They’re keeping the 2011 pin but the new CPU’s won’t work with current 2011 boards so you’ll have to upgrade your MOBO as well unfortunately :frowning:


Ah, the LGA2011-3! And needs X99 chipset too.

Clayton’s support = the support you don’t get when you’re being ‘supported’. They obviously want their pound of flesh!

So, it will be back to the: new CPU => new mb + new RAM as well.

Got myself the 4930k now - installing Cubase… :smiley:

got the same recently, running @ 4.3GHz per core on an asus board, working fine so far.

the biggest issue is with cubase crashing due to ram issues (like it always has done, regardless of hardware).

(i am mostly working in 32bit still, with jbridge-wrapping kontakts for orchestral stuff sometimes… but i still surpass the critical threshold of the amount of ram a x86 program can allocate just using individual [non-rompler] plugins…)

Sorry to say this, but why on earth would you buy the latest and greatest hardware and then cripple it by running x86(32 bit)? Makes no sense.

If you’re serious about stability/performance then use Cubase x64 version along with ONLY x64 plugins. I can’t think of any major plugins apart from URS that haven’t had x64 version for a number of years now. I’ve been running totally x64 for about 4 years.


Not an issue with Cubase if you run it beyond its or the OS’s design limits! It is an issue with your choice of usage scenario, as Norbury indicates.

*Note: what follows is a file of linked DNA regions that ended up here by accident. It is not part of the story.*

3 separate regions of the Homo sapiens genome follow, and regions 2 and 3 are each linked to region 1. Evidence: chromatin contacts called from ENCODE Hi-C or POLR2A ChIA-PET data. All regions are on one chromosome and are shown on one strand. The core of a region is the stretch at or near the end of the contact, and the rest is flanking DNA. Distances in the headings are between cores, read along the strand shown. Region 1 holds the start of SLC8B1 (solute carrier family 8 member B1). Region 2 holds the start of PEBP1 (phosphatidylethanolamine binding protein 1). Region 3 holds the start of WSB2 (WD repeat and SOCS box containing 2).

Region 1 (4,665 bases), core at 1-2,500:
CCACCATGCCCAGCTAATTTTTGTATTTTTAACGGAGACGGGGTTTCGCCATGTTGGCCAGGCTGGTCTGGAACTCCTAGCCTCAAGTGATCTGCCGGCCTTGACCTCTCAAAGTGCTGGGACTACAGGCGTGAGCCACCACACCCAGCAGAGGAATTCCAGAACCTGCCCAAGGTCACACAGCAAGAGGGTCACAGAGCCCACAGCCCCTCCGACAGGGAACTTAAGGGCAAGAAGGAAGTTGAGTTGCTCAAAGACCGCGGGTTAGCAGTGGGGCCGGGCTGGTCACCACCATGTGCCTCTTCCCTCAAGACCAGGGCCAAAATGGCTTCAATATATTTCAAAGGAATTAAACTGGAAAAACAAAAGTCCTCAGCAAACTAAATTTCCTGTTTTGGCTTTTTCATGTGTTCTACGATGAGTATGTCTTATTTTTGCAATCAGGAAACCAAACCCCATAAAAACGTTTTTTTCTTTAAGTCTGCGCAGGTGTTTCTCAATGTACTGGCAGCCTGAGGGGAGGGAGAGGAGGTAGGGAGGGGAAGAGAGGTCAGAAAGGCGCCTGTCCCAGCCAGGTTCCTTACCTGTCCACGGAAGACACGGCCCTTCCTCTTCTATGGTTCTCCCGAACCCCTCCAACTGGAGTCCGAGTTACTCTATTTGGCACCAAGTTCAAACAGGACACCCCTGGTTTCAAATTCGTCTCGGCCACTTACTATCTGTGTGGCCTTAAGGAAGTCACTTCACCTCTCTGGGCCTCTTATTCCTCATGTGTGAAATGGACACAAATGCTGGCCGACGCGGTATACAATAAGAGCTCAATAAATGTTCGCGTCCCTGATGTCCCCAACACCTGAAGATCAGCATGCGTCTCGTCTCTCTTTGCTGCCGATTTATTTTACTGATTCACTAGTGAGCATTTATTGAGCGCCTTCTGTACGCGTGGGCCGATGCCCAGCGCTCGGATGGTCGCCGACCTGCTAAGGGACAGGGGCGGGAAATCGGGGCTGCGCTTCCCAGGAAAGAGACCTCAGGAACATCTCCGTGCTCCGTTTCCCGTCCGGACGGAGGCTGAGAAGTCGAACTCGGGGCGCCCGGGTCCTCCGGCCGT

If fact, this ‘issue’ has nothing to do with core performance per se.

Yes, I was disappointed when I read this as I’d hoped in a years time I could drop in a new CPU for a simple update.

I think the main reason is the new DDR4 ram which is quad channel so requires a different MOBO/chipset.

I was hoping a consumer 8 core CPU would become available for my current MOBO at some point in it’s lifespan.


Oodles of cores and OCing - best of both worlds!

it makes sense from a purely practical standpoint- i need to finish off projects to a deadline, and they had been started using a 32bit version of cubase, and 32bit plugins. the increased CPU horsepower lets me do that quicker / with more processing. as soon as i get time off to fine tune a x64 system i can make the switch (which is about a weeks’ worth project in itself). i made the comment however because there is a lot of misconception among daw users who either attribute too much importance to the amount of RAM installed, or to processor speeds vs DAW stablity (whilst they still use x86 software).